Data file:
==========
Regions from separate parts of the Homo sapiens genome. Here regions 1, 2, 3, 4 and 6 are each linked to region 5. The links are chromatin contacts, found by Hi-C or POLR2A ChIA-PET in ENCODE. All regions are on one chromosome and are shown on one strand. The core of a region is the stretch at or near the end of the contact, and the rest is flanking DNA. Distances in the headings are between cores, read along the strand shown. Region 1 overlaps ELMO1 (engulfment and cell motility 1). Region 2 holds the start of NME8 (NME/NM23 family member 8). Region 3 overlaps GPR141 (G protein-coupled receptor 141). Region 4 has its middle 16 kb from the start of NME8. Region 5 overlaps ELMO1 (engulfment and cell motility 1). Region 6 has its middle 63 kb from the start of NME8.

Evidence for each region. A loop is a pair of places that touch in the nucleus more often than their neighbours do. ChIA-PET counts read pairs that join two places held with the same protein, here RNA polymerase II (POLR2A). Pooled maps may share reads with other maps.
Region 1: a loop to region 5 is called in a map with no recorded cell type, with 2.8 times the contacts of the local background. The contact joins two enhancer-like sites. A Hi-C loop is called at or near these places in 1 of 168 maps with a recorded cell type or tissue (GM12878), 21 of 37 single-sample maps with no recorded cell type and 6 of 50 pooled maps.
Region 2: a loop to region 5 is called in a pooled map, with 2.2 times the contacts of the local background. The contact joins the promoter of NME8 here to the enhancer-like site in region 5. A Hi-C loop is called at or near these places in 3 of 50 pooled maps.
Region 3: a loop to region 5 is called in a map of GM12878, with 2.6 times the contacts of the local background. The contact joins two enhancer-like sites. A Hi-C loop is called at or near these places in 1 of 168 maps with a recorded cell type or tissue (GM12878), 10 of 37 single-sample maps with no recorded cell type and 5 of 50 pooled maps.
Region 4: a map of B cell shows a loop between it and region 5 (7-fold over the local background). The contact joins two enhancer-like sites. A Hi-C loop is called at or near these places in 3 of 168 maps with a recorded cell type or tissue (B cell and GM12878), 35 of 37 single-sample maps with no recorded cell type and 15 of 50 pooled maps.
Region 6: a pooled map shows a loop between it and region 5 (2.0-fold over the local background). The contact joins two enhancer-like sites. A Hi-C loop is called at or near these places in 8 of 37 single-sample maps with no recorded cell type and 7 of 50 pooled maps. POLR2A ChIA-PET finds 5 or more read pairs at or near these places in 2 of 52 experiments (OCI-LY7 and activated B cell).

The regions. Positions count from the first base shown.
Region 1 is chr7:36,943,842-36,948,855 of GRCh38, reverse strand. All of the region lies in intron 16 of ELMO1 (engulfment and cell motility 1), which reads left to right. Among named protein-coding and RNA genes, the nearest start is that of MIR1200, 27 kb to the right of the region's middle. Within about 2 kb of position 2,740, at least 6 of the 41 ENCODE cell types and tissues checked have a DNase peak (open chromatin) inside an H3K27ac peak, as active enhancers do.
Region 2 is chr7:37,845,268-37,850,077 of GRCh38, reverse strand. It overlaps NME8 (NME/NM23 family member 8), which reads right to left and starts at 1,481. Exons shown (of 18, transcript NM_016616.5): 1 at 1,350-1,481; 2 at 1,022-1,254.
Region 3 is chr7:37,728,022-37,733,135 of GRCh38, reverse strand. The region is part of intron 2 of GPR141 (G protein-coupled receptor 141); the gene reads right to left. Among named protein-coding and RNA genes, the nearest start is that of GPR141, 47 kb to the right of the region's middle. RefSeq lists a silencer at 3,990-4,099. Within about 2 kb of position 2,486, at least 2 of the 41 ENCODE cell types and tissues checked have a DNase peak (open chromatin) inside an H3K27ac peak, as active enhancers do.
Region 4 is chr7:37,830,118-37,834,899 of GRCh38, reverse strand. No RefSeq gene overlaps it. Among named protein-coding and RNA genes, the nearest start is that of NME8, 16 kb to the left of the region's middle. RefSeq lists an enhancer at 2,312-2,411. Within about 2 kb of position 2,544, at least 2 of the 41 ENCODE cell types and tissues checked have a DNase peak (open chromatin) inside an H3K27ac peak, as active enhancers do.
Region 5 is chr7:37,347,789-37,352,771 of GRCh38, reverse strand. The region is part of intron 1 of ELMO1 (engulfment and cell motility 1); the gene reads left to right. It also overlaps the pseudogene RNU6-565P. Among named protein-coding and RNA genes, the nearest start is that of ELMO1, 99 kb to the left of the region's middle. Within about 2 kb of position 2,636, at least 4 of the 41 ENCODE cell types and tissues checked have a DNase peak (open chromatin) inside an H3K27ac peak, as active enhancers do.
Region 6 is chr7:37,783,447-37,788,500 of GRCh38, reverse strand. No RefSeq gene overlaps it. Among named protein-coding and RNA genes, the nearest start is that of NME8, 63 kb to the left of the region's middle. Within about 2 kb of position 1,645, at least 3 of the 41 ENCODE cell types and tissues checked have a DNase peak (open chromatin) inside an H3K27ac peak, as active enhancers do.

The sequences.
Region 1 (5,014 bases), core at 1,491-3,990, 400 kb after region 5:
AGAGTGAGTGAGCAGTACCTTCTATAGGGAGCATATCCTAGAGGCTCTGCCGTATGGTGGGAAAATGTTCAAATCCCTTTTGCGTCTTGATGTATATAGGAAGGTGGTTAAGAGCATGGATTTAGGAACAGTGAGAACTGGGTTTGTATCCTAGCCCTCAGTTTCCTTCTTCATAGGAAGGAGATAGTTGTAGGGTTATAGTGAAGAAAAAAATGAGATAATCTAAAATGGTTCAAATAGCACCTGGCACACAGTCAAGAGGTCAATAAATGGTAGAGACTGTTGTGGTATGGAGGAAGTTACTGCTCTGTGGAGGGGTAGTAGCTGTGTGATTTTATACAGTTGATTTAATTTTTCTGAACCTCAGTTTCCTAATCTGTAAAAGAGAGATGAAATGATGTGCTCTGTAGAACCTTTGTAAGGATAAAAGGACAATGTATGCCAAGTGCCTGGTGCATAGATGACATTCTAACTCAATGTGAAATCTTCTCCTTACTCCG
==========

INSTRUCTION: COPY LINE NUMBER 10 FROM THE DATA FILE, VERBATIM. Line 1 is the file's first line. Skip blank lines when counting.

Region 2 is chr7:37,845,268-37,850,077 of GRCh38, reverse strand. It overlaps NME8 (NME/NM23 family member 8), which reads right to left and starts at 1,481. Exons shown (of 18, transcript NM_016616.5): 1 at 1,350-1,481; 2 at 1,022-1,254.